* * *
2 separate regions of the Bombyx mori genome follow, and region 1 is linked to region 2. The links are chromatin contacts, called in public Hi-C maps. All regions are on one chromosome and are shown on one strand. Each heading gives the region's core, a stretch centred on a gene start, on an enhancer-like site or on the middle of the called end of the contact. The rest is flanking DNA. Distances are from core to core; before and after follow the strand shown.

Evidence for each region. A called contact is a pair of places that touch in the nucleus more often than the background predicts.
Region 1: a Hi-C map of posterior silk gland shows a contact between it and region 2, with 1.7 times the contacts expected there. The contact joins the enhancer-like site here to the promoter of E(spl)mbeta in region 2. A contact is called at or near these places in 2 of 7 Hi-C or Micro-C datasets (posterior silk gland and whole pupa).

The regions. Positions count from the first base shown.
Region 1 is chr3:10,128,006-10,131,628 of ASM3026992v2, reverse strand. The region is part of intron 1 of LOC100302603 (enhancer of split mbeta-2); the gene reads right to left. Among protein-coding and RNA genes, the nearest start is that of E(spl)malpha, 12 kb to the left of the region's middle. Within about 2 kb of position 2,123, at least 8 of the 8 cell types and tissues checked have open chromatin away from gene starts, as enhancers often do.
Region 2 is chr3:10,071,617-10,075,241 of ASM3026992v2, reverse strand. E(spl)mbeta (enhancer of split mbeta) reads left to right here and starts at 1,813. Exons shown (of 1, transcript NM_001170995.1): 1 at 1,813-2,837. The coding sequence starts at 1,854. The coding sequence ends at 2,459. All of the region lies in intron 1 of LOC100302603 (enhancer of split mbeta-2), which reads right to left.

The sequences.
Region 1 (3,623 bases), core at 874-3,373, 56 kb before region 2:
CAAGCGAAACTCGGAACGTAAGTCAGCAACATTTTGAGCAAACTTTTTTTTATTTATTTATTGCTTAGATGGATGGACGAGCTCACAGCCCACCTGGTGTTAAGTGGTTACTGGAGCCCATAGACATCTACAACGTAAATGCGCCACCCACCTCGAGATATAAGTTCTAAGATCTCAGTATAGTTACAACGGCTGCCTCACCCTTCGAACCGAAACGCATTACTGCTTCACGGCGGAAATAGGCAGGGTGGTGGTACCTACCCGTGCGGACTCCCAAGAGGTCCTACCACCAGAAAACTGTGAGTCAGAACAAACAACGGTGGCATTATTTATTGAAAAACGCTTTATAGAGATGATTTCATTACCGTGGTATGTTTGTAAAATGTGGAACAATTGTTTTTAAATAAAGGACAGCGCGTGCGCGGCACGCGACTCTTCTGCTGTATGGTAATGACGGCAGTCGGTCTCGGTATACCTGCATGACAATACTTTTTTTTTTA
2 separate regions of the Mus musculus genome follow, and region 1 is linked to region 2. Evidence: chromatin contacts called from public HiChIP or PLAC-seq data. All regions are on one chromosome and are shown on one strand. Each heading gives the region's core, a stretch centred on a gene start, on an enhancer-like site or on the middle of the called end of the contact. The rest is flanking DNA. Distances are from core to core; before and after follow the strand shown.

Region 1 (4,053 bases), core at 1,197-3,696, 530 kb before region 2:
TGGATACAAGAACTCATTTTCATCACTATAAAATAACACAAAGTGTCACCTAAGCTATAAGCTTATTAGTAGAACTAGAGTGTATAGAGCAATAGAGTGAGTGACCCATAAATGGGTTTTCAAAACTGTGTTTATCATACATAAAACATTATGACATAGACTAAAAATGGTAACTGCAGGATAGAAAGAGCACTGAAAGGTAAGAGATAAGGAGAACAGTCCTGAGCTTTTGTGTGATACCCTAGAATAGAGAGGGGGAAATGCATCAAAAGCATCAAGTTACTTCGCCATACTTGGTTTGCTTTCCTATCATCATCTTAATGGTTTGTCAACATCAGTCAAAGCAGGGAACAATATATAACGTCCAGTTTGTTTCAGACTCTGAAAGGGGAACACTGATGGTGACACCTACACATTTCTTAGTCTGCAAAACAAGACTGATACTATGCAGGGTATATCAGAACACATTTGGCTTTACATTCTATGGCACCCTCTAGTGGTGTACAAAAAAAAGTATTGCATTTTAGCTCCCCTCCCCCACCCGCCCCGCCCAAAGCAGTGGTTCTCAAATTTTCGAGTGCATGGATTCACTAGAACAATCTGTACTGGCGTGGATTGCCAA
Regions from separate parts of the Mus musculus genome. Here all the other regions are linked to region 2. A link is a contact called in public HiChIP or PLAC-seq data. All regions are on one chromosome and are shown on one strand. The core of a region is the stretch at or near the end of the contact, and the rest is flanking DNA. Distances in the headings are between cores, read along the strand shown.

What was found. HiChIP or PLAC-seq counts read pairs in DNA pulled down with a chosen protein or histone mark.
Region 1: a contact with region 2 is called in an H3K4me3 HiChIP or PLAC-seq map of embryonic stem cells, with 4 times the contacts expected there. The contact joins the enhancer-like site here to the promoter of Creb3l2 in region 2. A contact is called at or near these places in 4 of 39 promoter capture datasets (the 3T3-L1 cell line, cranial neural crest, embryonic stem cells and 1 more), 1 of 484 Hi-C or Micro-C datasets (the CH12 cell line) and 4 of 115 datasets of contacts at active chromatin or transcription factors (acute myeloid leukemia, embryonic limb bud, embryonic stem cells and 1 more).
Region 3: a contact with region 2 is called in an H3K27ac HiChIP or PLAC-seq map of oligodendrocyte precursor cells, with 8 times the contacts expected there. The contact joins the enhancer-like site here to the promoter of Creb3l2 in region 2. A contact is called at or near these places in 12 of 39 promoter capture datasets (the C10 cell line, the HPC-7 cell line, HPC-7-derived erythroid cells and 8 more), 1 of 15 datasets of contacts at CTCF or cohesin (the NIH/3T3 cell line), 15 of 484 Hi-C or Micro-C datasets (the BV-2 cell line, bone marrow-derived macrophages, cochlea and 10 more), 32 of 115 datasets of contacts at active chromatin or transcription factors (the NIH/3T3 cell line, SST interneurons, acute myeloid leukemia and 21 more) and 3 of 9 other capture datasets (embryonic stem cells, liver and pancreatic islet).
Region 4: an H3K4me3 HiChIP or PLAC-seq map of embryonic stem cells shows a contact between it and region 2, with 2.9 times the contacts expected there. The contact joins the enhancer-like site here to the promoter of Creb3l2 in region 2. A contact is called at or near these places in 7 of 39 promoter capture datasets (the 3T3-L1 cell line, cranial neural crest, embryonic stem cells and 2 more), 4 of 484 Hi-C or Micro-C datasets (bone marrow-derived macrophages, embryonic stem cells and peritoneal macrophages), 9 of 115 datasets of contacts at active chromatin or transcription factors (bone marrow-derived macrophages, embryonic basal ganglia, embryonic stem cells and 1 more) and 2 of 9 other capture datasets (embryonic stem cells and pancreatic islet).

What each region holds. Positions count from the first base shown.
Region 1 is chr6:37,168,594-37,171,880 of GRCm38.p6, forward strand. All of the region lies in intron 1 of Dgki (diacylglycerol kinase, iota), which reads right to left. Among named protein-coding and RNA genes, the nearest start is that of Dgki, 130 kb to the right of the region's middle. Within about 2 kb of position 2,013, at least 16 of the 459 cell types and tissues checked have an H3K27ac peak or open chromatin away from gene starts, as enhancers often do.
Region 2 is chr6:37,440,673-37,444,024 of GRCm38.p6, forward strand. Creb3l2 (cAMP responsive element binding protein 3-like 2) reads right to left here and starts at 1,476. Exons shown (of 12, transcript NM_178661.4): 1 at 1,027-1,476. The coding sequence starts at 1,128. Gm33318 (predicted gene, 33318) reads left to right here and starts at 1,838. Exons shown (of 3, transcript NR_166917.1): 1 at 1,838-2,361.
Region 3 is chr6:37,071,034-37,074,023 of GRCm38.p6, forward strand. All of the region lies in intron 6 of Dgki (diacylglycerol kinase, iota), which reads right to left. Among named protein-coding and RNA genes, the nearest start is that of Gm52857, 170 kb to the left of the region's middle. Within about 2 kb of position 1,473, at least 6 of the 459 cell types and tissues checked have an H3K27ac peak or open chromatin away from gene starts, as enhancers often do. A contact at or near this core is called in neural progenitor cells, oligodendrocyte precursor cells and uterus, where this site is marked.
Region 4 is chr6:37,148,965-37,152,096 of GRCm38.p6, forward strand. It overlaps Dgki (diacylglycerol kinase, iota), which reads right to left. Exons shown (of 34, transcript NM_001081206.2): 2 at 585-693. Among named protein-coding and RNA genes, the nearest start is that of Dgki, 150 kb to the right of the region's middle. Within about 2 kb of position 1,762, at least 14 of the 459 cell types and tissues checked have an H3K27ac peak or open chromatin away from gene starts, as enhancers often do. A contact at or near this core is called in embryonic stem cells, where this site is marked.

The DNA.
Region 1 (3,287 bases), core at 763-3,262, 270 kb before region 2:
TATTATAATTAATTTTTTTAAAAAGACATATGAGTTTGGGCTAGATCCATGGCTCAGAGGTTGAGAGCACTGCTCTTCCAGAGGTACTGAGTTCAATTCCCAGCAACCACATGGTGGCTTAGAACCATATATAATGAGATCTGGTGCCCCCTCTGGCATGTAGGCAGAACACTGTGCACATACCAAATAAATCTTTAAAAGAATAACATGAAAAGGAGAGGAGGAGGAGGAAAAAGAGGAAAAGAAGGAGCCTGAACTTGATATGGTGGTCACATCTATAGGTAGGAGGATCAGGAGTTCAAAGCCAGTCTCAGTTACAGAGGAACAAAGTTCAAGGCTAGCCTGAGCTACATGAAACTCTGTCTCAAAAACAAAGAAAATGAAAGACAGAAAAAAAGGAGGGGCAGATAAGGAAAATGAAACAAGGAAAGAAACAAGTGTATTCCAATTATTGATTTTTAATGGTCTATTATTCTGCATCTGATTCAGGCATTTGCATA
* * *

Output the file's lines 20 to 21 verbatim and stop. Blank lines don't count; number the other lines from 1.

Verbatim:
Region 2 is chr6:37,440,673-37,444,024 of GRCm38.p6, forward strand. Creb3l2 (cAMP responsive element binding protein 3-like 2) reads right to left here and starts at 1,476. Exons shown (of 12, transcript NM_178661.4): 1 at 1,027-1,476. The coding sequence starts at 1,128. Gm33318 (predicted gene, 33318) reads left to right here and starts at 1,838. Exons shown (of 3, transcript NR_166917.1): 1 at 1,838-2,361.
Region 3 is chr6:37,071,034-37,074,023 of GRCm38.p6, forward strand. All of the region lies in intron 6 of Dgki (diacylglycerol kinase, iota), which reads right to left. Among named protein-coding and RNA genes, the nearest start is that of Gm52857, 170 kb to the left of the region's middle. Within about 2 kb of position 1,473, at least 6 of the 459 cell types and tissues checked have an H3K27ac peak or open chromatin away from gene starts, as enhancers often do. A contact at or near this core is called in neural progenitor cells, oligodendrocyte precursor cells and uterus, where this site is marked.